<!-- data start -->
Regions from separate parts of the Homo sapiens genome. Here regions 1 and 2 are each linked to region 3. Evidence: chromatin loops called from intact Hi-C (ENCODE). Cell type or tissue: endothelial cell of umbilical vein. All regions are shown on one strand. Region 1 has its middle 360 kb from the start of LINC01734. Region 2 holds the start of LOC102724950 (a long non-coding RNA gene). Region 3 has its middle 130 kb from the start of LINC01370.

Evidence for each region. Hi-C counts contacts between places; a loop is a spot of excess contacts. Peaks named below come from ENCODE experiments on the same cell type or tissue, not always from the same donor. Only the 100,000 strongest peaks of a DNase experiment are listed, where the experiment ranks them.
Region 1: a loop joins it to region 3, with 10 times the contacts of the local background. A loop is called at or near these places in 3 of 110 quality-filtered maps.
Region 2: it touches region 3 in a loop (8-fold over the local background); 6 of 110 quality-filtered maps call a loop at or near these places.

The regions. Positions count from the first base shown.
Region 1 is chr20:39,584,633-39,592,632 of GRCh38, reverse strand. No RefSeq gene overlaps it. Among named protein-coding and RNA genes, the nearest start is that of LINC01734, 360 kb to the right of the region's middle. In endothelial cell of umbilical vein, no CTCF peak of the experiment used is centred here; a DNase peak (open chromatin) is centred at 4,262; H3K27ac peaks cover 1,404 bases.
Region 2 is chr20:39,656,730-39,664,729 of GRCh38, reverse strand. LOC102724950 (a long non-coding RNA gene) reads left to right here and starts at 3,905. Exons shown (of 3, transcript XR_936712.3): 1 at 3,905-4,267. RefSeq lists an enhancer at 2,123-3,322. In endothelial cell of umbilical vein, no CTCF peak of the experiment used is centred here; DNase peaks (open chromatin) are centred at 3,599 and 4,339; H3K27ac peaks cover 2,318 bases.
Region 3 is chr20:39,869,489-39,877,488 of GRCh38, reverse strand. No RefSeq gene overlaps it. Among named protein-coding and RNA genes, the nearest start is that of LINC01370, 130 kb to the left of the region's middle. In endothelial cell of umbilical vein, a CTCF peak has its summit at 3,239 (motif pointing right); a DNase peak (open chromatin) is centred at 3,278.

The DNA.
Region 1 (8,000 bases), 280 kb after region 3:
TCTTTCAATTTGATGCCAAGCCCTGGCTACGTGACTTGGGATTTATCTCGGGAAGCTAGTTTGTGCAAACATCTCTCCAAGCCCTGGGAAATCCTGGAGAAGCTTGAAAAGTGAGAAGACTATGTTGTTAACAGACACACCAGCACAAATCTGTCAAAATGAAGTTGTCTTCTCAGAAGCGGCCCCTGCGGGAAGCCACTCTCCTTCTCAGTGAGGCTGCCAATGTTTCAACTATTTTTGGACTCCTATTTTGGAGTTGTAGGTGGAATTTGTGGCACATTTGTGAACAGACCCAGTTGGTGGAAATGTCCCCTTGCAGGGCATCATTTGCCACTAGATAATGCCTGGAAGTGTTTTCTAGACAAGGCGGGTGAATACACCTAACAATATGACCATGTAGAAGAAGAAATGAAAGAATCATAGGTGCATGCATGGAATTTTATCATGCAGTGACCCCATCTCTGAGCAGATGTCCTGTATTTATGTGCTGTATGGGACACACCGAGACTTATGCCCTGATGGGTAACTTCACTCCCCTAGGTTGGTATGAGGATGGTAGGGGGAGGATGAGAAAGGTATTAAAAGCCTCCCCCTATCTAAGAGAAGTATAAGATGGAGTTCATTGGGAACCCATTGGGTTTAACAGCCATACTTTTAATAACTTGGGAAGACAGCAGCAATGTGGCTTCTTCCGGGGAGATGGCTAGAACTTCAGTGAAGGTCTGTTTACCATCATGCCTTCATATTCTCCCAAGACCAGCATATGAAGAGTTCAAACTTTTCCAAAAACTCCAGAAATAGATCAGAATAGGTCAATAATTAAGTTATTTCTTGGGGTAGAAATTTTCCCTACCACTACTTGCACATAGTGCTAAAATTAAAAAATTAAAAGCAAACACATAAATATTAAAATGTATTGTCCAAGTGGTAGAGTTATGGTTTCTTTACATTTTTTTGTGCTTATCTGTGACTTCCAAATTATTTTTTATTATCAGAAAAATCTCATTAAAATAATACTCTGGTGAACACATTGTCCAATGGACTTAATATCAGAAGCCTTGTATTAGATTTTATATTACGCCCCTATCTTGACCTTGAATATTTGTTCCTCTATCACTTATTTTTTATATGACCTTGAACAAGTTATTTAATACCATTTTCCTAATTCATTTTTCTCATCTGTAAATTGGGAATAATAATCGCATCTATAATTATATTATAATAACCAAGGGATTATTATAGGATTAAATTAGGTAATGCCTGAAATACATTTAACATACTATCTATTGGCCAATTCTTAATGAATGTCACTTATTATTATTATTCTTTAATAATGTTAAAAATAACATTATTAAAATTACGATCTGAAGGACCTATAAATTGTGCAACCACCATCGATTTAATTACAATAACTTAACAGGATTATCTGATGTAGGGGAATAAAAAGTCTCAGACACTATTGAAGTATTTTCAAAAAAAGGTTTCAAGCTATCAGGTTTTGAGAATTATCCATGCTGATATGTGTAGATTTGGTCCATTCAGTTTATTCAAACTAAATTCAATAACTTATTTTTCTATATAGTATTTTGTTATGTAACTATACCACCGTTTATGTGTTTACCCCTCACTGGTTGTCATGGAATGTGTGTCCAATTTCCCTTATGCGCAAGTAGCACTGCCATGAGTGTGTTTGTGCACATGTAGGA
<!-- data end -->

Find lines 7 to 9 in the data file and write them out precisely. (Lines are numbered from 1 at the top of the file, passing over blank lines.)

Region 2 is chr20:39,656,730-39,664,729 of GRCh38, reverse strand. LOC102724950 (a long non-coding RNA gene) reads left to right here and starts at 3,905. Exons shown (of 3, transcript XR_936712.3): 1 at 3,905-4,267. RefSeq lists an enhancer at 2,123-3,322. In endothelial cell of umbilical vein, no CTCF peak of the experiment used is centred here; DNase peaks (open chromatin) are centred at 3,599 and 4,339; H3K27ac peaks cover 2,318 bases.
Region 3 is chr20:39,869,489-39,877,488 of GRCh38, reverse strand. No RefSeq gene overlaps it. Among named protein-coding and RNA genes, the nearest start is that of LINC01370, 130 kb to the left of the region's middle. In endothelial cell of umbilical vein, a CTCF peak has its summit at 3,239 (motif pointing right); a DNase peak (open chromatin) is centred at 3,278.

The DNA.